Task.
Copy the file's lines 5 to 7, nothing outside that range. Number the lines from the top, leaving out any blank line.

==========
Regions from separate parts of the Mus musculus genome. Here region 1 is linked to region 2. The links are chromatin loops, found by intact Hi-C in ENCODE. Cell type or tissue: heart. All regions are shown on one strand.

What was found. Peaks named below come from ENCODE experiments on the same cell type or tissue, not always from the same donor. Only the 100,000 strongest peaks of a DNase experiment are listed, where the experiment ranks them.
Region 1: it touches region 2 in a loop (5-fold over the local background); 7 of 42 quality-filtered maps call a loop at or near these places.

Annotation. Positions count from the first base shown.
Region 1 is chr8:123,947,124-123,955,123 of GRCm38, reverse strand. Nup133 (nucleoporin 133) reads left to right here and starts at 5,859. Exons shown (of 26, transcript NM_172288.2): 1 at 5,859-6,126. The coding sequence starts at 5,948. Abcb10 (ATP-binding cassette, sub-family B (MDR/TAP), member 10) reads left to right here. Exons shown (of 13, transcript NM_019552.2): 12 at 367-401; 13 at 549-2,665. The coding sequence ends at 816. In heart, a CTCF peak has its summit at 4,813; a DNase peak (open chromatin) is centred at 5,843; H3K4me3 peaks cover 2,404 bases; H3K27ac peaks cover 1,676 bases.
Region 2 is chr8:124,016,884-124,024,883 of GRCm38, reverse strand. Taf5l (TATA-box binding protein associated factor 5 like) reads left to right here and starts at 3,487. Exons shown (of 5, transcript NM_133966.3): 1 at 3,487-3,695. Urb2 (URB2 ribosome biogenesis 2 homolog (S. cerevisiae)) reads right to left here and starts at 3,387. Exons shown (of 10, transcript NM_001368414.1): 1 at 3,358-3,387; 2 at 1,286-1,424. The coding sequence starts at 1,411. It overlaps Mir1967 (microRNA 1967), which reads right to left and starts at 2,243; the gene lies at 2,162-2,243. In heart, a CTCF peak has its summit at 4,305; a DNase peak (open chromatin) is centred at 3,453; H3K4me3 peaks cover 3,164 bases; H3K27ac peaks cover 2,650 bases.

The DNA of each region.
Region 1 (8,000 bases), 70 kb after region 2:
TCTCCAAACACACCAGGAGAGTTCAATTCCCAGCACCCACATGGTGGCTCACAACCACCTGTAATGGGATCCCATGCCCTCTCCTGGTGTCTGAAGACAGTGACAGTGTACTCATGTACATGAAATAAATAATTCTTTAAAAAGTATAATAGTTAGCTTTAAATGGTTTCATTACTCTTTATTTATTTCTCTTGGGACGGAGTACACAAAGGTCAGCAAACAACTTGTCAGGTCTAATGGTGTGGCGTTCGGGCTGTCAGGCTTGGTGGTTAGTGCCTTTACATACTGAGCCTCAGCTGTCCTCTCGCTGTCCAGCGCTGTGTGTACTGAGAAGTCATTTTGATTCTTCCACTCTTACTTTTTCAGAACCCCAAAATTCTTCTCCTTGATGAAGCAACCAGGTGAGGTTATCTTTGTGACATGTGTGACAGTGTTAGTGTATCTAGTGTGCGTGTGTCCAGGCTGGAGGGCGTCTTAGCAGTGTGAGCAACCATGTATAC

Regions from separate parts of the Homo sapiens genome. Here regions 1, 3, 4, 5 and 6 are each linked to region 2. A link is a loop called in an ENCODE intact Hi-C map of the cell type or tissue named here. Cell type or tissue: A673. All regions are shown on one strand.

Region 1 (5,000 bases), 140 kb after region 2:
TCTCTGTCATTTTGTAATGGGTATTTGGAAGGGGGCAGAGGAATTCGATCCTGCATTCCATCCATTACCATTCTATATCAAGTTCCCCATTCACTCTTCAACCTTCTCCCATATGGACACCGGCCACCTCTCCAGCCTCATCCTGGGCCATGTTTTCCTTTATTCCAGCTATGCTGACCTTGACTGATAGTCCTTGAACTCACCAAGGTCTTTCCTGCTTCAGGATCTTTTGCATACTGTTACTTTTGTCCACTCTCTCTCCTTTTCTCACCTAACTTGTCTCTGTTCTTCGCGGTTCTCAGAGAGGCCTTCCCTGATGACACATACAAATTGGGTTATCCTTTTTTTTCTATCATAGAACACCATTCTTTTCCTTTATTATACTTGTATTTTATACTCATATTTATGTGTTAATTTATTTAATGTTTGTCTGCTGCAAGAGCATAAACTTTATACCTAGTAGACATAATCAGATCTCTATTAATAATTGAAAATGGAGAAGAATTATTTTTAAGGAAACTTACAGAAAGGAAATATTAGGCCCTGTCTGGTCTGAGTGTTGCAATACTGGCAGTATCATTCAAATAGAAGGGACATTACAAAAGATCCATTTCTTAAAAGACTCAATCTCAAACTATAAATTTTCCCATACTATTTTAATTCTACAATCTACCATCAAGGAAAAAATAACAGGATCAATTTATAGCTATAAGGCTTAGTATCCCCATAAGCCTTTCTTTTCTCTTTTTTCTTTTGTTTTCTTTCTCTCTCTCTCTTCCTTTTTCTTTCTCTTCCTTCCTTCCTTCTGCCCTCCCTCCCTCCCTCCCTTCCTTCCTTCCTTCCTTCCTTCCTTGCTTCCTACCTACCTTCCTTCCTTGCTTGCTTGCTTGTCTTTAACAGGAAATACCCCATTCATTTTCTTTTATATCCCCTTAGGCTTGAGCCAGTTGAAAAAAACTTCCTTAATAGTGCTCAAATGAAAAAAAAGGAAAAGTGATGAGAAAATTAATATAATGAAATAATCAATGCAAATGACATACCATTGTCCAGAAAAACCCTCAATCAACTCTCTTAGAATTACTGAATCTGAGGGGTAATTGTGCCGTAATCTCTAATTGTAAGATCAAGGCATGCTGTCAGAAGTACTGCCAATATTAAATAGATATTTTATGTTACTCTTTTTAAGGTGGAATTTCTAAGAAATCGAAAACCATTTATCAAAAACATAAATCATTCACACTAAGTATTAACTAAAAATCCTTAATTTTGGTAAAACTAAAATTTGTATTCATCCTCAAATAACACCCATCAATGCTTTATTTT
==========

Region 1 is chr8:123,947,124-123,955,123 of GRCm38, reverse strand. Nup133 (nucleoporin 133) reads left to right here and starts at 5,859. Exons shown (of 26, transcript NM_172288.2): 1 at 5,859-6,126. The coding sequence starts at 5,948. Abcb10 (ATP-binding cassette, sub-family B (MDR/TAP), member 10) reads left to right here. Exons shown (of 13, transcript NM_019552.2): 12 at 367-401; 13 at 549-2,665. The coding sequence ends at 816. In heart, a CTCF peak has its summit at 4,813; a DNase peak (open chromatin) is centred at 5,843; H3K4me3 peaks cover 2,404 bases; H3K27ac peaks cover 1,676 bases.
Region 2 is chr8:124,016,884-124,024,883 of GRCm38, reverse strand. Taf5l (TATA-box binding protein associated factor 5 like) reads left to right here and starts at 3,487. Exons shown (of 5, transcript NM_133966.3): 1 at 3,487-3,695. Urb2 (URB2 ribosome biogenesis 2 homolog (S. cerevisiae)) reads right to left here and starts at 3,387. Exons shown (of 10, transcript NM_001368414.1): 1 at 3,358-3,387; 2 at 1,286-1,424. The coding sequence starts at 1,411. It overlaps Mir1967 (microRNA 1967), which reads right to left and starts at 2,243; the gene lies at 2,162-2,243. In heart, a CTCF peak has its summit at 4,305; a DNase peak (open chromatin) is centred at 3,453; H3K4me3 peaks cover 3,164 bases; H3K27ac peaks cover 2,650 bases.

The DNA of each region.